No. Unfortunately because of sloppy base running and fielding, the Mets will now have to wait for the MLB schedulers to give them another chance.
The first inning would prove to be a harbinger of things to come. The first two outs of the inning were squandered because of base running blunders. Andres Torres led off the game and was hit by a pitch from Cy Young award winner Clayton Kershaw. For the second straight game, Torres was caught leaning too far off first base and was officially ruled out stealing. Ruben Tejada then walked. David Wright followed with an infield hit. With runners on first and second-base, Scott Hairston laced a single to left field scoring Tejada and Wright moving to third. However, Hairston was called out when he tried to advance to second base on the play. Lucas Duda then flied out to retire the side. The Mets missed a golden opportunity to pounce on Kershaw early.
In the bottom of the fifth inning, the Mets began to show why they are last in the National League in fielding percentage. Trailing 3-1, Juan Uribe led off for the Dodgers with a walk by Mets pitcher Dillon Gee. Next Tony Gwynn hit a routine double play ball to David Wright but his throw to second base was dropped by Ronny Cedeno. Instead of two outs with nobody on base, Kershaw was able to sacrifice Uribe to third and Gwynn to second. Dee Gordon then hit a ground ball to Justin Turner at first base which he bobbled. The error allowed Uribe to score and move Gwynn to third. Catcher A.J. Ellis then hit a sacrifice fly scoring Gwynn. The two errors cost the Mets two runs and tied the score at 3-3.
The coup de grace was delivered in the bottom of the seventh when the defensive wheels completely came off for the Mets. With the Dodgers now leading 4-3, Ramon Ramirez relieved Gee. Pinch-hitter Elian Herrera flied out to left field. Gee singled to center and then stole second base. Next Ellis walked. With runners on first and second and one out, Justin Hampson relieved Ramirez. Gordon proceeded to steal third and Hampson walked Bobby Abreu. Manager Terry Collins then called on Miguel Batista to hopefully clean up the mess. Batista got Uribe to ground a ball right back to the box setting up a perfect double play opportunity that apparently would enable the Mets to get out of the inning unscathed. However, inexplicably catcher Mike Nickeas completely misjudged Batista’s throw to the plate. The ball caromed off Nickeas’s glove to the back stop allowing both Gordon and Ellis to score and advancing Abreu to third. Adam Kennedy then hit a sacrifice fly scoring Abreu and Uribe would score on James Loney’s double to deep right. Instead of being down 4-3 heading into the eighth, the Mets were trailing 8-3. Dodger relievers Ronald Belisario and Kenley Jansen were then able to shut the door on the Mets.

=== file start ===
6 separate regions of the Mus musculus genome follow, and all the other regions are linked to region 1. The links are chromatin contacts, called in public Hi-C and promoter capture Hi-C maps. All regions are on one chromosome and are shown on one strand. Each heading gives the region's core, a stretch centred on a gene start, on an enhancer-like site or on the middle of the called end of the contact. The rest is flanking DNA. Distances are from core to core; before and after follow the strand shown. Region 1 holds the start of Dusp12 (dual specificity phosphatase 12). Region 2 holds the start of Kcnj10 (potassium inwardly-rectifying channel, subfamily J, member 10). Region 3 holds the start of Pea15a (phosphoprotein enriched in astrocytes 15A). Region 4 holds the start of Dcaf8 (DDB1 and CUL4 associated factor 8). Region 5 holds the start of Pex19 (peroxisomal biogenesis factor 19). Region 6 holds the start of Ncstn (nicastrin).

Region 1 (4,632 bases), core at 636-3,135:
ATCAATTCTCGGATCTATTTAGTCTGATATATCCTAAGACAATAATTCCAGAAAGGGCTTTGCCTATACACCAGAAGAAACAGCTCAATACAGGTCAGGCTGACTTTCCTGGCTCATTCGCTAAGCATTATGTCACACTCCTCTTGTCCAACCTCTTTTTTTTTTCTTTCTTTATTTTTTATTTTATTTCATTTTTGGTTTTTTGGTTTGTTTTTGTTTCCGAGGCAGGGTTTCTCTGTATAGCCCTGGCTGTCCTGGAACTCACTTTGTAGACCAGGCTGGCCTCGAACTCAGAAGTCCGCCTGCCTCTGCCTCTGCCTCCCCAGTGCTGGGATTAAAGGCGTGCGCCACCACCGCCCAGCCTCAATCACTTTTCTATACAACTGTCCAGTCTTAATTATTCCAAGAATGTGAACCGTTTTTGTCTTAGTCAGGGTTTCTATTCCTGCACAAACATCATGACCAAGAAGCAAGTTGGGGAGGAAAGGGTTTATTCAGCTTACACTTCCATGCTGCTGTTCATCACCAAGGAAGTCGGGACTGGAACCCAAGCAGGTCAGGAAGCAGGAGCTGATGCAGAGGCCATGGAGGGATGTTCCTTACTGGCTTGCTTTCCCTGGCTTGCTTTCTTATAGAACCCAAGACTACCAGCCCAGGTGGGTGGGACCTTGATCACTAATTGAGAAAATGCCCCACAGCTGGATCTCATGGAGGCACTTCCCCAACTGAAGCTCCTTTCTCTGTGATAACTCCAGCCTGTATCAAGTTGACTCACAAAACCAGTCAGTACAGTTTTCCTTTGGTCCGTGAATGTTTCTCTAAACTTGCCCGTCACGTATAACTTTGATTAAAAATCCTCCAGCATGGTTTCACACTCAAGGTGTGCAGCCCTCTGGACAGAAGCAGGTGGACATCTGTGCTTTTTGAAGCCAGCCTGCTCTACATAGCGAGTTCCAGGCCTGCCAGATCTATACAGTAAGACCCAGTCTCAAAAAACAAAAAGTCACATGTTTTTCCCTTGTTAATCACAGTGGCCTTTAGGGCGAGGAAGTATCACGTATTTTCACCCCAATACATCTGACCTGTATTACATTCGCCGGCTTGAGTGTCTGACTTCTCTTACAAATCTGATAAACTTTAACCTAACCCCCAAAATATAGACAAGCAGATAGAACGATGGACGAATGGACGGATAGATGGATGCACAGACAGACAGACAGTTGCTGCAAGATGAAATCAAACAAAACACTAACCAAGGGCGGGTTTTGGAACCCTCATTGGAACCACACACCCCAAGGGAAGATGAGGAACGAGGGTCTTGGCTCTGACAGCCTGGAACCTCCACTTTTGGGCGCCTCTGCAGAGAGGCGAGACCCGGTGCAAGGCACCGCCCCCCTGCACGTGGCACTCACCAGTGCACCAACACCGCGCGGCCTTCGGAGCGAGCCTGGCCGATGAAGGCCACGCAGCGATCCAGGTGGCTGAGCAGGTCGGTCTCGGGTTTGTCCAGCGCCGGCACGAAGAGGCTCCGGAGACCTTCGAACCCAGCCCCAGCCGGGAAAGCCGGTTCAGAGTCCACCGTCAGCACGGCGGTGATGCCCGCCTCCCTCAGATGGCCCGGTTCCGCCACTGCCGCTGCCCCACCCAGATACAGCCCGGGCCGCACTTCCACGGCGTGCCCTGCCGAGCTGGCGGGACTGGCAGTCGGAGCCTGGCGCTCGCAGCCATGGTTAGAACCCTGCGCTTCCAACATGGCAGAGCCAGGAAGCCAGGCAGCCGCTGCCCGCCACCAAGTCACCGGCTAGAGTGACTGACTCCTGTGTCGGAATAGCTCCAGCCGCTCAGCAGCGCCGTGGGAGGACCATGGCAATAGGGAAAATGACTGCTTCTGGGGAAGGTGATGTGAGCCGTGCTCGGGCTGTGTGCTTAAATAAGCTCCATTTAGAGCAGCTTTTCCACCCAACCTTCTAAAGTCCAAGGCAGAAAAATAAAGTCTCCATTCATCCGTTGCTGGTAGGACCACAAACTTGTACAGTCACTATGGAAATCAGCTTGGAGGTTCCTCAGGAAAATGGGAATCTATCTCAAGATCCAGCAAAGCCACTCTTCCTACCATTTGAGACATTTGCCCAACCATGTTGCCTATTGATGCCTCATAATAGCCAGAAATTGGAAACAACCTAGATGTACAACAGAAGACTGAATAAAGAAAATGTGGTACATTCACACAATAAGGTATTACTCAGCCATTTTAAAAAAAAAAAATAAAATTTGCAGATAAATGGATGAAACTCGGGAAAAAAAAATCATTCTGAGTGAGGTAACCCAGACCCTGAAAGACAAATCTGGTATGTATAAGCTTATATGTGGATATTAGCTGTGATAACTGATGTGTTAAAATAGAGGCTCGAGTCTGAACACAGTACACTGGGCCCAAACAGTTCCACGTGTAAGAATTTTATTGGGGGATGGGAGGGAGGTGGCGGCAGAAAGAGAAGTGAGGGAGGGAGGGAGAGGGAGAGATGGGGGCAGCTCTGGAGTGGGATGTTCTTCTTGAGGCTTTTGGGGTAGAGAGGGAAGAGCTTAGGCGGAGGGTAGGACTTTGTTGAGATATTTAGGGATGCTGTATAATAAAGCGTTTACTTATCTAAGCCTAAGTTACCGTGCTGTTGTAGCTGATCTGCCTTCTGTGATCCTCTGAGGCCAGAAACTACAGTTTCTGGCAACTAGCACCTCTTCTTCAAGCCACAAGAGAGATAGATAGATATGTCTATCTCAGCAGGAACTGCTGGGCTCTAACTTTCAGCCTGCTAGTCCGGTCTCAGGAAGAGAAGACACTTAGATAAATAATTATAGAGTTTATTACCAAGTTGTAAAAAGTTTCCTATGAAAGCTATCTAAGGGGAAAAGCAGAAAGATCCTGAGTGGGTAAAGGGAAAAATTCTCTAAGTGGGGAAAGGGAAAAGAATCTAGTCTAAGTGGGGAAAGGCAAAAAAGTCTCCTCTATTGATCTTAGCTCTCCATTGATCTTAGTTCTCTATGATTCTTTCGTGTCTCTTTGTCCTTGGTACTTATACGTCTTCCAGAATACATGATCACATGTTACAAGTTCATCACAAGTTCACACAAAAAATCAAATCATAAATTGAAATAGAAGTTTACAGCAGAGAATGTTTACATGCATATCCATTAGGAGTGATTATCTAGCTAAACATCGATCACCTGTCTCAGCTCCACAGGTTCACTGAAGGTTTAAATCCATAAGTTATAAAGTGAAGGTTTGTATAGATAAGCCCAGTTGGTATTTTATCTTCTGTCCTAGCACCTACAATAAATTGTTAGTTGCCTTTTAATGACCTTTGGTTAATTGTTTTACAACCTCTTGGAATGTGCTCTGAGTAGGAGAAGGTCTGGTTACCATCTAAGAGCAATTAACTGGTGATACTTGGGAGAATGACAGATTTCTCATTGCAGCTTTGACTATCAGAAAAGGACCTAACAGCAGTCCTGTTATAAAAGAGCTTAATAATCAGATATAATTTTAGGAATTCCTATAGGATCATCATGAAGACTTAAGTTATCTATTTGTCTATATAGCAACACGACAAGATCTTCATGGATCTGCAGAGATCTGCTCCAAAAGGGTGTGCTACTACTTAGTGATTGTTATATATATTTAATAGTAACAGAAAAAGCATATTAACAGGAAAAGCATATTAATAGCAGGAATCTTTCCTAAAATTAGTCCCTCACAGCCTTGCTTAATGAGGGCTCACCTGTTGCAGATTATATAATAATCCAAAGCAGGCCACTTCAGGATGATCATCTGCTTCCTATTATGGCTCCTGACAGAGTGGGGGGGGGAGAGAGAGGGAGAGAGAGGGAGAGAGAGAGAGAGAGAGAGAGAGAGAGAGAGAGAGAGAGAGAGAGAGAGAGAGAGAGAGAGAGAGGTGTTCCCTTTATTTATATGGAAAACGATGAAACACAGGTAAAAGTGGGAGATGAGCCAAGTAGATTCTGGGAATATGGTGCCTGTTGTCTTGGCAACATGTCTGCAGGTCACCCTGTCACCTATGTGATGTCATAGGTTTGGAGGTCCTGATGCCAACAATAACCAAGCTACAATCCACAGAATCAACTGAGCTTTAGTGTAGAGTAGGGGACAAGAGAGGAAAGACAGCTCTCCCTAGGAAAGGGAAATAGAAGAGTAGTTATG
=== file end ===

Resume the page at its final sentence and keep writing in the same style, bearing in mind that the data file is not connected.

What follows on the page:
The Mets come back home to face the Phillies in Citi Field for a three game series starting on Tuesday. There were positives the Mets can look to during this road trip. Ike Davis and Daniel Murphy appear to be coming out their season long slumps. However, will Collins keep Davis, Murphy, and Josh Thole on the bench when Cliff Lee pitches for the Phillies? What can the Mets do to improve their defense? It appeared Collins rolled the dice with a super platoon line up against the southpaw Kershaw but the Mets gloves and legs crashed and burned in the Ravine.